Defending hard-won tenure rights, holding the state accountable on school funding, keeping the spotlight on unfair standardized testing: These are all top priorities for NYSUT. They are also subjects of litigation, and NYSUT's lawyers are fully engaged in the battle.
Defending tenure and seniority
Davids v. State; Wright v. State.
Plaintiffs assert that the tenure and seniority laws violate their constitutional right to a sound, basic education. NYSUT, the United Federation of Teachers and other intervenor-defendants counter that these claims are not justiciable because the challenged laws, which protect teachers' ability to advocate for their students and their communities without fear of arbitrary or discriminatory reprisals, reflect the Legislature's judgment that tenure and seniority are beneficial. The trial court denied our motion to dismiss. Our appeal will be argued in the Appellate Division, Second Department later this year.
Protecting collective bargaining rights
Buffalo Teachers Federation v. Commissioner of Education.
The receivership law empowers receivers to seek changes in union contracts and gives the State Education Commissioner the power to resolve disputes. In a November 2015 decision, the commissioner adopted virtually every contract change requested by the Buffalo school district superintendent/receiver for five "persistently struggling" Buffalo schools, thereby altering provisions in the current contract relating to involuntary transfer, length and starting and ending times of the school day, and teachers' schedules. On Dec. 23, 2015, the commissioner issued a similar decision regarding 15 other schools, again imposing virtually all of the district's proposals.
We sued on behalf of the BTF in February, asserting that the commissioner exceeded her authority and that the decision violated due process and was entirely unworkable. The suit also asserts that the receivership law as applied has impaired the BTF contract in violation of the U.S. Constitution. The case is scheduled to be heard at the end of April, and we are preparing a similar lawsuit to challenge the commissioner's Dec. 23 decision.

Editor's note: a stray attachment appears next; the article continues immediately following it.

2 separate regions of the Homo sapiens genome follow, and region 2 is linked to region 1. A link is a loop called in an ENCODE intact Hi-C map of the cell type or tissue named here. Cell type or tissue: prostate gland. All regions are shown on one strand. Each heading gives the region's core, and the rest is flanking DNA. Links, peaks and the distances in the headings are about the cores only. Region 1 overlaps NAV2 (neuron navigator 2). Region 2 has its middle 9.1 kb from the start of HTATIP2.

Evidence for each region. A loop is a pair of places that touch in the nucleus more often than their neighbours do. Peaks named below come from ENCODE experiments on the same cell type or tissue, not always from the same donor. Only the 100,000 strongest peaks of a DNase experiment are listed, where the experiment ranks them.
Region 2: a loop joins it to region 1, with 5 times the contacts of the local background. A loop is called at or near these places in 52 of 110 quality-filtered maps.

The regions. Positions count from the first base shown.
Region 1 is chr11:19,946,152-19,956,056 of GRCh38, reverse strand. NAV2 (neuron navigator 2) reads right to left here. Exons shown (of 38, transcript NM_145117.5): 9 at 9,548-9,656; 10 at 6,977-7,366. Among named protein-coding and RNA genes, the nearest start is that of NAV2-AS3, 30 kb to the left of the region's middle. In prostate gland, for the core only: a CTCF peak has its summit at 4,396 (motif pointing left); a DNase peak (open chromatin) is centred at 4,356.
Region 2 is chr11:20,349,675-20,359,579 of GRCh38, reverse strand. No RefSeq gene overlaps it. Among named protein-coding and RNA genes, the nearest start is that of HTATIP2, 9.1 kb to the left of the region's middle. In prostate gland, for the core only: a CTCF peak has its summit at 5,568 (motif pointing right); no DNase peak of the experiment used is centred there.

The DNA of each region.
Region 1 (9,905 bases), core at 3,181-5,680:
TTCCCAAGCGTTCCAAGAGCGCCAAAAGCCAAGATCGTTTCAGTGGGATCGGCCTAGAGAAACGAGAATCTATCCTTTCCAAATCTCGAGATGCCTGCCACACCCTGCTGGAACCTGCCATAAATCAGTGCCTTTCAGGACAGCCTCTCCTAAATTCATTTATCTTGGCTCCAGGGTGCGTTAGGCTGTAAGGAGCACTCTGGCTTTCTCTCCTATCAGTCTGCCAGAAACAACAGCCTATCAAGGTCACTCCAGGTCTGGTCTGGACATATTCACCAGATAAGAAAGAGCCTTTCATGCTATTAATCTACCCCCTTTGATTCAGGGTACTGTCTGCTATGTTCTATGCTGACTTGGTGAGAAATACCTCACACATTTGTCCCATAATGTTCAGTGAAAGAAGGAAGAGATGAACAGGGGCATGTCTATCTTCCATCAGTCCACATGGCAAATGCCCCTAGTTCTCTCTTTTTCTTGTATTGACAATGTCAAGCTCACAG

School funding and state accountability
NYSUT v. State of New York.
This case challenges the property tax cap/freeze, which prohibits school boards from increasing a tax levy by the lesser of 2 percent or the rate of inflation unless 60 percent of voters favor exceeding the cap. Under the freeze, increases in a taxpayer's school tax bill caused by an increased tax levy will be reimbursed by the state only if the district's budget is tax cap-compliant.
The case alleges that the law is arbitrary, denies equal protection, and unconstitutionally interferes with local control over funding and creation of educational opportunity, free speech and the right to vote. The trial court dismissed our claims, and our appeal was argued on Jan. 14 in the Third Department. We await decision.
Maisto v. State.
The plaintiffs in this state court case are parents of children in eight small city school districts. Plaintiffs assert that inadequate state funding violates plaintiffs' constitutional right to a sound, basic education. NYSUT has provided financial and research support in the case and a NYSUT attorney worked with plaintiffs' trial team. The evidence at trial of the state's chronic underfunding of our neediest schools, and of the terrible effects of that underfunding on school children, was compelling and indeed shocking. A decision is expected from the trial court in the near future.
State standardized testing and teacher evaluation
Urbanski v. Commissioner of Education; Ahern v. Commissioner of Education.
Plaintiff teachers from Rochester and Syracuse sued SED for failing to account for the "achievement gap" between economically disadvantaged and more affluent students in implementing the student growth portion of the APPR. This failure results in lower scores for these teachers in violation of the APPR law and equal protection. Albany County Supreme Court denied the state's motion to dismiss in December, and SED must now respond to the merits of the claims.
NYSUT v. Board of Regents.
This case, filed in January 2016 in State Supreme Court on behalf of NYSUT and six local unions, alleges that two regulations implementing Education Law Section 3012-d violate the Taylor Law by purporting to remove Teacher Improvement Plans from collective bargaining, and to give SED the power to require changes in collective bargaining agreements. SED is to answer the complaint in early April.
Allen v. Commissioner of Education.
Brought by NYSUT on behalf of five members who scored grades 3–8 state ELA or math tests, Allen is a First Amendment challenge to SED's "gag order" which prohibits teachers from disclosing the content of test materials in any activity inside or outside school. The gag order potentially subjects teachers to discipline or license revocation merely because they choose to speak out on unfair questions and other testing issues. The case is in pre-trial discovery and a decision on the merits could be issued by early 2017.